Archery Bow: How to Aim Without Sights

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When I decided to master archery, the first challenge I set for myself was learning to aim without using sights. It’s an ancient shooting style that’s become increasingly popular among archers, and I was drawn to it. This skill transformed my approach, allowing me to hit targets with the precision of a professional, just like the medieval archers in Europe, the ninjas of feudal Japan, and the Native Americans.

As I honed this skill, I noticed my hunting became faster and more efficient. My movements and skills were sharper, more instinctive. I realized that if I wanted to advance beyond just being an average archer, I needed to embrace instinctive archery fully.

So, how did I achieve this? Well, I’m excited to share with you the step-by-step guidance that helped me. And if you’re curious about other aspects of archery, like the top bow sights and accessories, be sure to check out my other pages for more insights.

Instinctive archery with a Recurve Bow

I’ve always been fascinated by traditional archery, which is really a journey back in time, thousands of years to the roots of aiming-by-not-aiming. It’s about mastering the Longbow, Recurve Bow, or even a classic wooden bow, all without the aid of modern bow-sights like peep sights, pin sights, or scopes.

I’ve noticed a resurgence in interest among archers in this ancient method, known as instinctive archery. It’s a beautiful dance between the archer, the bow, and the arrow, demanding a blend of practice, skill, and innate talent. Embracing this technique, I’ve learned to shoot as archers did in days long past. It’s remarkable to think that there are ways to practice even without a bow.

Picture the thrill I feel when I release an arrow over 50 yards and watch it strike exactly where I intended, all without any optical assistance. The sense of achievement is indescribable, and with each practice session, my skills sharpen even more. Most traditional archers I’ve talked to believe that this is the purest way to begin your archery journey.

In my exploration, I’ve discovered two primary styles that define traditional archery: Gap shooting and instinctive archery. The debate amongst purists is lively – some argue that gap shooting isn’t a part of instinctive archery, while others, including myself, see it as an integral part. Instinctive archery is intuitive – it’s about seeing and shooting, feeling the shot more than calculating it. Gap shooting, on the other hand, involves closing one eye and aligning the arrow, which I found to be an instinctive action in itself, especially as a beginner. It’s fascinating to delve into these different styles and discover their unique applications in the broader tapestry of traditional archery.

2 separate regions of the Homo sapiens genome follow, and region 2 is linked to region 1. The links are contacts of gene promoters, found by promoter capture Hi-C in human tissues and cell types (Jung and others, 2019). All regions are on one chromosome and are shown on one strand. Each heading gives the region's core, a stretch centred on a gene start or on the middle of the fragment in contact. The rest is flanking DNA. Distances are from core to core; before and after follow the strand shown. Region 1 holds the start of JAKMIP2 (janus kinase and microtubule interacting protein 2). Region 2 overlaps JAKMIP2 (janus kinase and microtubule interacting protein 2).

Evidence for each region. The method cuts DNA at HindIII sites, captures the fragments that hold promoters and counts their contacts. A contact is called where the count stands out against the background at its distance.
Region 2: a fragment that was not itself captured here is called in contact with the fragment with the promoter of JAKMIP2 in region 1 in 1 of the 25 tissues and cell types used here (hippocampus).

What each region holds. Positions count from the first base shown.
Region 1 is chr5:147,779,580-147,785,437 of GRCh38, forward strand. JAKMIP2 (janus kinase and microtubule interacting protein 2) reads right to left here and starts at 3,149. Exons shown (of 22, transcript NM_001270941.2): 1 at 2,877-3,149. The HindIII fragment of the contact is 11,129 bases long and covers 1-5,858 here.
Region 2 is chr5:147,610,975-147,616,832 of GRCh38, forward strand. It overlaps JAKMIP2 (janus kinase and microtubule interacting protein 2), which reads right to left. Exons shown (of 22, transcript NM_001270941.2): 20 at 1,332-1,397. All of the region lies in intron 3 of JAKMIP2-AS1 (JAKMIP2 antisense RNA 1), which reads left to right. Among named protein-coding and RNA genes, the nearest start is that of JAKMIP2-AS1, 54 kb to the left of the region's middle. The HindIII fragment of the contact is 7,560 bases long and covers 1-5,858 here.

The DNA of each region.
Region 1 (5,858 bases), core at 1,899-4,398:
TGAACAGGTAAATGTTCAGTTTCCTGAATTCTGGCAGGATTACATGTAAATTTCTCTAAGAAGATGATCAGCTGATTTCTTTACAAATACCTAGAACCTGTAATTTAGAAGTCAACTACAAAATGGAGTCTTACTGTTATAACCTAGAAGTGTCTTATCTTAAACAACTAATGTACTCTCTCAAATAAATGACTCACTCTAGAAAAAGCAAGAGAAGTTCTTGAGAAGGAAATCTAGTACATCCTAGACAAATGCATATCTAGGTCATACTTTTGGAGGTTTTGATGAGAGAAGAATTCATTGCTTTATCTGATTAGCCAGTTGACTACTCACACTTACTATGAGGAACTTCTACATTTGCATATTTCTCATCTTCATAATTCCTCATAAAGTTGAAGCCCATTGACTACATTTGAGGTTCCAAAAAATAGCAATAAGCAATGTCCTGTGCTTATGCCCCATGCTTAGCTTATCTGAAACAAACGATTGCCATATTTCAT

aiming a recurve bow

The importance of your Stance

When I first took up archery, I quickly learned how crucial my stance is. To get it right, I stand at a 90° angle to my target. This means the target aligns perfectly with the outside edge of my non-dominant foot. As a right-handed archer, it’s the outer edge of my left foot that points the way. This position puts me sideways to the target, an orientation that felt awkward at first but now feels natural.

Moreover, I make sure to place my feet at least shoulder-width apart, creating a stable base that’s essential for every shot I take. This stance, I’ve found, is the foundation of every successful archer’s skill set.

Consistency of your shot sequence

Having a consistent shot sequence leads up to making the best shot without using sights. These include:

  • Checking if your stance is right
  • Nocking the arrow
  • Drawing the bow to the anchor point
  • By looking at the exact spot on the target you are aiming at
  • Releasing the arrow
  • And finally following through with your shot

You need to develop a shot sequence, in the same way, every time. Furthermore, you need to do it in the exact order before making every shot. Eventually, it becomes second nature in the subconscious mind with time.

Gripping and drawing the bow